Philip Caveney

The 39 Steps

The 39 Steps 2016 tour - Olivia Greene as Pamela & Richard Ede as Hannay (c) Dan Tsantilis


Lyric Theatre, The Lowry

Poor Richard Hannay – framed for the murder of a mysterious young woman  he’s only recently met, he’s had to go on the run to a remote corner of the Scottish Highlands in order to prove his innocence. But danger lies in wait for him at every step…

Hannay is of course the great British hero of The 39 Steps. John Buchan’s classic novel was first published in 1915 and famously filmed by Alfred Hitchcock in 1935. This touring production, originally adapted by Patrick Barlow in 2006 comes direct from the West End and it’s easy to see the qualities that have pulled in packed audiences ever since. With a cast of just four actors, this is played primarily for laughs and conducted at breakneck pace with plenty of lightning-fast costume changes and a repeated motif of effects that go slightly wrong. It’s clear too that this is much more Hitchcock’s version of the story than Buchan’s – film fans will spot plenty of references to Hitch’s best known movies thrown into the mix. (In a shadow puppet sequence depicting a chase across the hills, keep an eye out for one particularly recognisable silhouette.)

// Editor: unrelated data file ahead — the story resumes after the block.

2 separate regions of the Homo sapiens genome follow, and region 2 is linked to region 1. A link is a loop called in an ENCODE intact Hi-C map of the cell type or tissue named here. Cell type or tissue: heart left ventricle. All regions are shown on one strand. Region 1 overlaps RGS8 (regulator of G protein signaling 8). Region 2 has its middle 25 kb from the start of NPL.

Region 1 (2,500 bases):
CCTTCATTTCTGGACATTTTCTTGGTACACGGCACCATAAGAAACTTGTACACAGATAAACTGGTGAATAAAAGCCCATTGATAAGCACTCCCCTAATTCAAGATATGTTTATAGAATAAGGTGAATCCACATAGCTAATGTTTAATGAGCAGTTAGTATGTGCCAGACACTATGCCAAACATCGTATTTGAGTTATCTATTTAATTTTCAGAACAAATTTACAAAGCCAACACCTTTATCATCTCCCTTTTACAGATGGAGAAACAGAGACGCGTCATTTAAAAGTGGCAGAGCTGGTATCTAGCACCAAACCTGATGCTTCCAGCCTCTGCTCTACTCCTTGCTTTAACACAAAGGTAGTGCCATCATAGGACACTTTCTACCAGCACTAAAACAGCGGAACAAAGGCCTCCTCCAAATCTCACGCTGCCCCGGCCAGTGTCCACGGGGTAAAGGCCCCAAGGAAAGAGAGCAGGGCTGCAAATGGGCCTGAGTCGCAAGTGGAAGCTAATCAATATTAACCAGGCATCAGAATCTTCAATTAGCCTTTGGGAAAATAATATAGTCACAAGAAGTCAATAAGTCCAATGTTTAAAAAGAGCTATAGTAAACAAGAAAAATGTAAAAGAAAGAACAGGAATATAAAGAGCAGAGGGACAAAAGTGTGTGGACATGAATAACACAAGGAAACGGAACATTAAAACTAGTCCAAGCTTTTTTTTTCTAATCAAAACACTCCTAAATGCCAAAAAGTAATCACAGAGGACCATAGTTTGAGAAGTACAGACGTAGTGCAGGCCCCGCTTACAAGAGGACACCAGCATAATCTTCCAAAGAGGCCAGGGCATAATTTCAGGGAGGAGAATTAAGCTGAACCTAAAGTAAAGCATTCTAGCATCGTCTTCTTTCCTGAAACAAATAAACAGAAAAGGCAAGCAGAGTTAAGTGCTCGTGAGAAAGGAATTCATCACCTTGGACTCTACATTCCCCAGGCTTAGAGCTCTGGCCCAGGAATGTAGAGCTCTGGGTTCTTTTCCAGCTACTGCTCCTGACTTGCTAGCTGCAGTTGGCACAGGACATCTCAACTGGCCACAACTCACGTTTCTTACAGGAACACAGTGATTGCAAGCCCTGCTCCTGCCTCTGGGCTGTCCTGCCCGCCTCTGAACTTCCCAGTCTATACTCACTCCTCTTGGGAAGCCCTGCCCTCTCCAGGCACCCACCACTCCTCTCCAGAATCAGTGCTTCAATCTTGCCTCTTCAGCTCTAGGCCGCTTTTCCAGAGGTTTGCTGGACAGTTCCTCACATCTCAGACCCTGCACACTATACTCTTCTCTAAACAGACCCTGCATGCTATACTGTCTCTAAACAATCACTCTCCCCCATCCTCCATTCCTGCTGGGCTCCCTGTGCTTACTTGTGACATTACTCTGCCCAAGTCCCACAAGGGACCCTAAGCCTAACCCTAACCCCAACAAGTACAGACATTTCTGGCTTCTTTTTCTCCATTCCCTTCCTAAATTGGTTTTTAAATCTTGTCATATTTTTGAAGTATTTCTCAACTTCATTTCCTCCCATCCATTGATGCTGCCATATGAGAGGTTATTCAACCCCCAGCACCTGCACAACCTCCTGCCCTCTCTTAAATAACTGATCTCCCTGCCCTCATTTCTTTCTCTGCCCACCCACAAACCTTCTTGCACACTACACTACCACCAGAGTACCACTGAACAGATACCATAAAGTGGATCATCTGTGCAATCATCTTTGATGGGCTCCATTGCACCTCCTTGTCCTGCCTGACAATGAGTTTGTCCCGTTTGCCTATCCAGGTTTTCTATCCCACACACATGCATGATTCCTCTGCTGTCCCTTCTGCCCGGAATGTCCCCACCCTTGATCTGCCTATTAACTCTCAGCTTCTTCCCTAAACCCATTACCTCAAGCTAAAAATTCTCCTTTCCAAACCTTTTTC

Richard Ede makes an appealing pipe-smoking, Harris tweed-wearing  hero, while his three fellow actors virtually run themselves into the ground providing a whole wealth of supporting characters for him to interact with. In the cavernous setting of the Lyric theatre, it was sometimes a struggle to make out every line of dialogue (I would have loved to see this in the more intimate setting of the studio theatre, but you can’t fault the producers for wanting to pitch this to the biggest possible audiences) and there’s no doubting the consummate professionalism on show here, nor the wit of Barlow’s script. It’s probably also true to say that when this production first aired many of the staging techniques on show would have seemed ground-breaking – now, they are part of the everyday language of contemporary theatre.